In “Tale of Two Cities” Charles Dickens captures the oddity of the cross as a sign of life by reflecting on the role of the Guillotine in the French Revolution. He writes, “Above all, one hideous figure grew as familiar as if it had been before the general gaze from the foundations of the world—the figure of the sharp female called La Guillotine. It was the popular theme for jests; it was the best cure for headache, it infallibly prevented the hair from turning grey, it imparted a peculiar delicacy to the complexion, it was the National Razor which shaved close: who kissed La Guillotine, looked through the little window and sneezed into the sack. It was the sign of the regeneration of the human race. It superseded the Cross. Models of it were worn on breasts from which the Cross was discarded, and it was bowed down to and believed in where the Cross was denied.”
That helps me to think of the oddity of the cross as an image of hope and discipleship in the time of the Roman Empire. We are called to take up the cross and follow Jesus even as he is going to the cross. My goal this morning is not to offer a series of answers so that we can go back home with more knowledge. If anything, I want to invite us into a deeper meditation upon the call of Christ in our own lives and why it might look different in each of us as we follow the call.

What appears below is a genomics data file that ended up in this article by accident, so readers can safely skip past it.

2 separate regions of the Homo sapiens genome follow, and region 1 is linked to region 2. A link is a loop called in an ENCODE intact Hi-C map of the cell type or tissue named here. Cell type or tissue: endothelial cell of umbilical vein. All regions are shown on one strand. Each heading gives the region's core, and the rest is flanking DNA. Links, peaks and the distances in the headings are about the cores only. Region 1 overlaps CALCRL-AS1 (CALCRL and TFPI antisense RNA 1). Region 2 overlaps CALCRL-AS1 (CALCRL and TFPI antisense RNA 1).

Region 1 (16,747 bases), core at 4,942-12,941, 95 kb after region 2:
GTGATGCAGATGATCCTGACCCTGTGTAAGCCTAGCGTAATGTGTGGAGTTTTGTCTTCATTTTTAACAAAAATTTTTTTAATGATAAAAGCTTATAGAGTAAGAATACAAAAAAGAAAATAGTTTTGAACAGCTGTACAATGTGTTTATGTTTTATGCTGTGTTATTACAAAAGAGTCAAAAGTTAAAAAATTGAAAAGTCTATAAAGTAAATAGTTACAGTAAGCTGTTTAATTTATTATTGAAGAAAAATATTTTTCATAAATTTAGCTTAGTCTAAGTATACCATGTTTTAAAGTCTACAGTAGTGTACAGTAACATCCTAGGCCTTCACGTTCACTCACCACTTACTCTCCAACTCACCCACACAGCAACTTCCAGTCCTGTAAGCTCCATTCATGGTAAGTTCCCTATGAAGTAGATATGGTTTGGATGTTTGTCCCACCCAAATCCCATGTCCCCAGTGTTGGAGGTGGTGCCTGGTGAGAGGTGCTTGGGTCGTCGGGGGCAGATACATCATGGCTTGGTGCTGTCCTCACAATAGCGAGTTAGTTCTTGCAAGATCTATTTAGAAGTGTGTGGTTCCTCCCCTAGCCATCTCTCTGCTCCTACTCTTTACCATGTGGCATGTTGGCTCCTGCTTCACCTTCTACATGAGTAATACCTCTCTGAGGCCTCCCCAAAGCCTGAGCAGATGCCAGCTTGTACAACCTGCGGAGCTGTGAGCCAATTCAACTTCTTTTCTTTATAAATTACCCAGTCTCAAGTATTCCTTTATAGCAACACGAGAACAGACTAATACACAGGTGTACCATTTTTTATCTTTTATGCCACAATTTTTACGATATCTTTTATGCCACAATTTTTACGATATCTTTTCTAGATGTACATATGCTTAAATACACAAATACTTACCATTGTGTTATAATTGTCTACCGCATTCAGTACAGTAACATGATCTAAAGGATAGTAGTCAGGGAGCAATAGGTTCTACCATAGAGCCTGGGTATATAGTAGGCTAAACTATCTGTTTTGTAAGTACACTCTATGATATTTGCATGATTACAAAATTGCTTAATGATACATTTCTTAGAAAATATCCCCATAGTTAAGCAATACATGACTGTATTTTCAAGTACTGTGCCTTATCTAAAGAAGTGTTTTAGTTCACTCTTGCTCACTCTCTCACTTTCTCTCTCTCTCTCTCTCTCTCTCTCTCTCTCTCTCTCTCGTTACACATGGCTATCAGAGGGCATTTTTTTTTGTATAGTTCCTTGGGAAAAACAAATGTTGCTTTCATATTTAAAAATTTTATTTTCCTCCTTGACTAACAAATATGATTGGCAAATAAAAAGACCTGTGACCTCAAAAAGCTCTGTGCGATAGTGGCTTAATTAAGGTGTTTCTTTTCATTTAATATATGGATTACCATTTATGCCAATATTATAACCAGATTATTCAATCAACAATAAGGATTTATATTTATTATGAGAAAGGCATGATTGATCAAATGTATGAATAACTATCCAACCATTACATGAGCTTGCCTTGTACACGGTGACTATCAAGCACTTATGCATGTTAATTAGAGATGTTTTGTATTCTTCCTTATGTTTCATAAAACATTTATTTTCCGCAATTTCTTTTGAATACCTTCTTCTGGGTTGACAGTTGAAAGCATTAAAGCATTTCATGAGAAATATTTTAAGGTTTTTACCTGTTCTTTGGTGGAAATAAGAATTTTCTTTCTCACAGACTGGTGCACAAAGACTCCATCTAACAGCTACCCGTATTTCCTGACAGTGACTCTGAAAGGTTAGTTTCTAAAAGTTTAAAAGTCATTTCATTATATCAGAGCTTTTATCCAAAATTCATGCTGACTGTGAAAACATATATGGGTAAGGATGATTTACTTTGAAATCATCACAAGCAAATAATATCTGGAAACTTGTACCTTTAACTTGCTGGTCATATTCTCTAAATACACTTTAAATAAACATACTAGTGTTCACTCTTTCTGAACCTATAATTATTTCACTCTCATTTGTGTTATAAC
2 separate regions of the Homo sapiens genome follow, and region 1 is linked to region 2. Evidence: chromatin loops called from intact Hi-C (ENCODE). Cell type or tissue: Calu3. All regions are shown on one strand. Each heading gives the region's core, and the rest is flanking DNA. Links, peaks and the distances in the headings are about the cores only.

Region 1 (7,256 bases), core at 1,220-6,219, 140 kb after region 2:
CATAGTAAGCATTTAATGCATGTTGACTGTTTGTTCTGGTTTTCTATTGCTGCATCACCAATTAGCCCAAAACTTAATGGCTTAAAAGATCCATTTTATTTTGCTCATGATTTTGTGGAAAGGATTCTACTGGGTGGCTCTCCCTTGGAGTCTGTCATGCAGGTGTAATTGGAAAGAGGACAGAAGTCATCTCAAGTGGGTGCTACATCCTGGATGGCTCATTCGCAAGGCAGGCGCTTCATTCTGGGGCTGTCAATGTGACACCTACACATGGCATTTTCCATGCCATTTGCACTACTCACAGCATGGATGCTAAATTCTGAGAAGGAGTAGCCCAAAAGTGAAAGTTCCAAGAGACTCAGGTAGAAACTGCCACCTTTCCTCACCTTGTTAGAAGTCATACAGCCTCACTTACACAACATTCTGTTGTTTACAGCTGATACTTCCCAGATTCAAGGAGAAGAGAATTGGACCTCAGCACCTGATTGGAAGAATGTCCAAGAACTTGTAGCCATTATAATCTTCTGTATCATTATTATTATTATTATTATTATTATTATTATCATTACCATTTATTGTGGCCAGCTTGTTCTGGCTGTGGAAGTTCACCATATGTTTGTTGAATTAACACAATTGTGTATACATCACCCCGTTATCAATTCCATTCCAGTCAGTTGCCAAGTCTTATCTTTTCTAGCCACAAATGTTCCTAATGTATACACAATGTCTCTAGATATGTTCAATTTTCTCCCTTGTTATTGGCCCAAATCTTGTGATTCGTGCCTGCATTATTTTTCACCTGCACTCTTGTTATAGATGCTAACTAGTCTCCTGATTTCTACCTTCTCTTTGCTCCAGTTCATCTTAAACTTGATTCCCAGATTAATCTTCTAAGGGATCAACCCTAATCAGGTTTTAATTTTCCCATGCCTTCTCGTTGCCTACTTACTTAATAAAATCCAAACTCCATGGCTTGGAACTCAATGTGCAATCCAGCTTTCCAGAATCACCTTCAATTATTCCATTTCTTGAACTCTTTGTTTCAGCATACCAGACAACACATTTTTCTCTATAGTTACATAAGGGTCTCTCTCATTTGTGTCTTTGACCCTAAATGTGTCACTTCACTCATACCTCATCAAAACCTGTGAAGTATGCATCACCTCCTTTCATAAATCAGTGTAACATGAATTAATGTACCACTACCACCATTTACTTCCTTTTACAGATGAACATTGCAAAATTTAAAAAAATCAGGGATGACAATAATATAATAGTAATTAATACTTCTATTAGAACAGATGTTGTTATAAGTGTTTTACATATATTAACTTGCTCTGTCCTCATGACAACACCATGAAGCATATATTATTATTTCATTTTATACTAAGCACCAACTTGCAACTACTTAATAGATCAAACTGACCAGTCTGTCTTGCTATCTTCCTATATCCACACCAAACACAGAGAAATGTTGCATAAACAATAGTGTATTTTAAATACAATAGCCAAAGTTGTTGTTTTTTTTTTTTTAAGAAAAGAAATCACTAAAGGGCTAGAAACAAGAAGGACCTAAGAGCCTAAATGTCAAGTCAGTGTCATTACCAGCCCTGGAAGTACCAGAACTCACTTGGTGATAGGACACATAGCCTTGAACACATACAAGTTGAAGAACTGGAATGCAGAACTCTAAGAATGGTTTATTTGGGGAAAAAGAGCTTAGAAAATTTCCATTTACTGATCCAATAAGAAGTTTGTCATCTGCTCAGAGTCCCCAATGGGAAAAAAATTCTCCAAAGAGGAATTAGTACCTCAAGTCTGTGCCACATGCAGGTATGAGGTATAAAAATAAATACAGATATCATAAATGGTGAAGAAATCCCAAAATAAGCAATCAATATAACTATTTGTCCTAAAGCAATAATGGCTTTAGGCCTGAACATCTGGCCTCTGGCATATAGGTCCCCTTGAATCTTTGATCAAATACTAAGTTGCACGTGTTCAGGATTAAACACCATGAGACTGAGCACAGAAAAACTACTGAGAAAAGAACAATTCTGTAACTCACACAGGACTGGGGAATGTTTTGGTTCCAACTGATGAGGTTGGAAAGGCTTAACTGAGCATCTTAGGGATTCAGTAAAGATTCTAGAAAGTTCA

Over the last 20 years, Michael Gorman has written a series of books exploring how the cross shapes Paul’s understanding of God as well as his own calling and how the work of the cross takes shape in the believer. He is helpful to clarify the work of Christ in the cross from the call of the believer in the way of the cross. In some ways, we follow Christ in the cross and in other ways, His work is a distinctive one-time historical event. Here are some of Gorman’s key points on Christ distinctive work in the cross:
1. Grace – For Paul, Christ’s death is an act of unmerited generosity on the part of both Christ and God.
2. Sacrifice – Christ death for the sins of the world is an initiative of God the Father and Christ the Son.
3. Altruism/Substitution – Christ not only dies for sin, he dies for people.
4. Reconciliation – In Christ’s death, the power of God works to reconcile sinners to Himself.
5. Exchange – In Christ’s death, believers experience an interchange of His life for our sin-staied life.
6. Apocalyptic – Christ’s death brings judgment to certain hostile powers and prepares the way for the kingdom to be fully unveiled.
7. Resurrection – Christ’s death is the prelude to resurrection.
There are other aspects of Christ’s death and work on the cross that we participate in as followers of Christ.